Pictured L to R: Matthew Cooke (Chair NACCHO), Elizabeth Adams (Chair QAIHC), Shaun Soloman (Chair Gidgee Healing) and Dallas Leon (CEO Gidgee Healing)
The peak Aboriginal health organisation today welcomed the opening of a new Aboriginal community controlled health centre in the community of Normanton in Queensland’s north west.
The National Aboriginal Community Controlled Health Organisation (NACCHO) Chairperson Matthew Cooke attended the opening and said the new Recovery and Community Wellbeing Centre was key to providing improved health services to Aboriginal people in the lower Gulf.
The new centre is a federally funded initiative which is operated by Gidgee Healing, an Aboriginal Medical Service, and The Salvation Army.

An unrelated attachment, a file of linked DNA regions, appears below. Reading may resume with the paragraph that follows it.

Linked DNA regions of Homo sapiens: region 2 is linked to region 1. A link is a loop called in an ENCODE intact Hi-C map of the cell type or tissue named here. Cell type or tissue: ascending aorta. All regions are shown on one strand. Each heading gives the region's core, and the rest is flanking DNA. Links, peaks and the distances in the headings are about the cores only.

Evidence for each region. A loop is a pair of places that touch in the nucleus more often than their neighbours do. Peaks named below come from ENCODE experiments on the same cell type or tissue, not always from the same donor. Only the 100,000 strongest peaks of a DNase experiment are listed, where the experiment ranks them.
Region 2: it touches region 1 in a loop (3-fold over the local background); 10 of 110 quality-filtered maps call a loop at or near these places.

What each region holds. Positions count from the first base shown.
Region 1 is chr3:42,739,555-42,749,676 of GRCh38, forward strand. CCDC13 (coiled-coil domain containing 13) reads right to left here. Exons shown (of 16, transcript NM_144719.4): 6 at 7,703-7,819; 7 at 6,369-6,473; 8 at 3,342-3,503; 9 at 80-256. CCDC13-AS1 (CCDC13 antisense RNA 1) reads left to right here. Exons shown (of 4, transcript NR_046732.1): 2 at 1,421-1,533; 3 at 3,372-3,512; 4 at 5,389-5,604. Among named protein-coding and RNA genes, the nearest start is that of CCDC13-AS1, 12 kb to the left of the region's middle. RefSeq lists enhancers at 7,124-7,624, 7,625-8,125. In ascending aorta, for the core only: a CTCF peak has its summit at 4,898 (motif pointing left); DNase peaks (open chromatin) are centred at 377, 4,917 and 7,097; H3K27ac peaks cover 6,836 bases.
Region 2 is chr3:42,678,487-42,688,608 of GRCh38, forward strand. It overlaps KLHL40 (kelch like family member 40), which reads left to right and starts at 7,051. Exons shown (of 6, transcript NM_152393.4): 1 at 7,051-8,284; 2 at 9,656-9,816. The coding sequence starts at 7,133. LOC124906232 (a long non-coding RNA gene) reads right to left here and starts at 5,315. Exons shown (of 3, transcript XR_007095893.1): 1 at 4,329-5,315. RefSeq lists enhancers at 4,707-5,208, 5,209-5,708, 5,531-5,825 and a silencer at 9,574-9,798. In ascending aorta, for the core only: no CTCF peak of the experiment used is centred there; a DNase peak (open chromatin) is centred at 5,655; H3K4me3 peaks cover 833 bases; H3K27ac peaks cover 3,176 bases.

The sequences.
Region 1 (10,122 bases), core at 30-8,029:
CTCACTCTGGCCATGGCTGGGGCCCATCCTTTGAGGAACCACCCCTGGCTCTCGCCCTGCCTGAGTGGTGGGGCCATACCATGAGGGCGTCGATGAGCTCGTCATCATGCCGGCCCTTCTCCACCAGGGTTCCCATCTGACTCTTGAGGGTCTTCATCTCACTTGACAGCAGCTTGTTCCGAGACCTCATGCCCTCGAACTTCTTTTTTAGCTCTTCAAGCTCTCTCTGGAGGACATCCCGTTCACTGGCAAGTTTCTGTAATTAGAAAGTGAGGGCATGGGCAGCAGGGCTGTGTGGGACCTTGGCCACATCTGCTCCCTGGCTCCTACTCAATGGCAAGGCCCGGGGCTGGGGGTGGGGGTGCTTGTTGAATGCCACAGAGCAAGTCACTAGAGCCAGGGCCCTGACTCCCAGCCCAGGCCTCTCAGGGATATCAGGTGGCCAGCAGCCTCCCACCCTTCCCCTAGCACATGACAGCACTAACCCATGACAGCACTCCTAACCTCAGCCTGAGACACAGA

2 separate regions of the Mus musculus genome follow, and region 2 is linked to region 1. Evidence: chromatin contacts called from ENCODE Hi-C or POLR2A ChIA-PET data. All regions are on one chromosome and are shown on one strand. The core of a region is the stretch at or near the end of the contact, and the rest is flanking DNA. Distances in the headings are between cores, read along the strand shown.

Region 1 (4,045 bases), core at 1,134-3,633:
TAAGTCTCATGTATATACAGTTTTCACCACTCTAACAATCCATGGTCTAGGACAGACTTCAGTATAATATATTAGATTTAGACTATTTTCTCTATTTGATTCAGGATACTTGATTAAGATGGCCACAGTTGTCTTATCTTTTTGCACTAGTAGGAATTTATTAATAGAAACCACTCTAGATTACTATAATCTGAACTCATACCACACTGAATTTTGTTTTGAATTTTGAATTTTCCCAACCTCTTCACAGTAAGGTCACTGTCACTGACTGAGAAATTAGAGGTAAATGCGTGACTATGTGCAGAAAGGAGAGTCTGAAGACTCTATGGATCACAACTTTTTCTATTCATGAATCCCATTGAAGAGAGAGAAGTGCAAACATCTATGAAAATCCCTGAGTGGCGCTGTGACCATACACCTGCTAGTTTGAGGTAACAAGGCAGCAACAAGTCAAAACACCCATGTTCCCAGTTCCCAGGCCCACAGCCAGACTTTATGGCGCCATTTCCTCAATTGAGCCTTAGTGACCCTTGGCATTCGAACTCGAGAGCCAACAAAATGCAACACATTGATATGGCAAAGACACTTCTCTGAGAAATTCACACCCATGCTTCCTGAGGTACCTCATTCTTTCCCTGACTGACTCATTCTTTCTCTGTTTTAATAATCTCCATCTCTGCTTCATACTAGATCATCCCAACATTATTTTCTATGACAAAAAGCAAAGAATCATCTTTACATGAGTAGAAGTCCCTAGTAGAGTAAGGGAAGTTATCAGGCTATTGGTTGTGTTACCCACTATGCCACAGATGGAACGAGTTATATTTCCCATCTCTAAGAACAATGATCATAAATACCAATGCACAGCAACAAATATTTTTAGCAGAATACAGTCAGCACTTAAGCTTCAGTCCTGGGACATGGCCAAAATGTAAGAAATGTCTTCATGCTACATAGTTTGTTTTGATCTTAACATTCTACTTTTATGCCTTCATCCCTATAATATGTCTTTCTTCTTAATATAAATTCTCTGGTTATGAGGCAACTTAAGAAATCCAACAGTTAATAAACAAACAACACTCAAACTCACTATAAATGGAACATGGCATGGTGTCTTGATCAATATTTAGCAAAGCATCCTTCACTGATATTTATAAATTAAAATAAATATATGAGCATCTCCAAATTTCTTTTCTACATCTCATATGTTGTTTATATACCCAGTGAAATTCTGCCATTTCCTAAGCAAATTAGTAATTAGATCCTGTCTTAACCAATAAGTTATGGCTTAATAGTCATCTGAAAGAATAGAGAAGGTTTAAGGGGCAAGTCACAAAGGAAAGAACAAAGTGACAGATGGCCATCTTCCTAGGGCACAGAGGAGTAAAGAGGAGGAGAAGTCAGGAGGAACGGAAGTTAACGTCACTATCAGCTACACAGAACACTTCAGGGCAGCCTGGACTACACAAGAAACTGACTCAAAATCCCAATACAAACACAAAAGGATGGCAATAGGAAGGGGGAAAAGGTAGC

“Getting appropriate health and wellbeing services into remote parts of Australia is a huge challenge,” Mr Cooke said.
“It’s difficult for remote communities to get the quality health care they need.
“This centre will go a long way to helping many Aboriginal people get on the road to good health.”
Mr Cooke said the new Normanton Recovery and Community Wellbeing Service would be run by Aboriginal people for Aboriginal people.
“The population of Normanton and surrounding areas is overwhelmingly Aboriginal and they need access to culturally-appropriate health care.
“Having local people involved in this centre will be key to it’s success in attracting clients and improving the health of the community. It also has the potential to boost employment and training opportunities for local residents.
“This is a significant addition to the Gulf and we congratulate all involved in making it a reality.”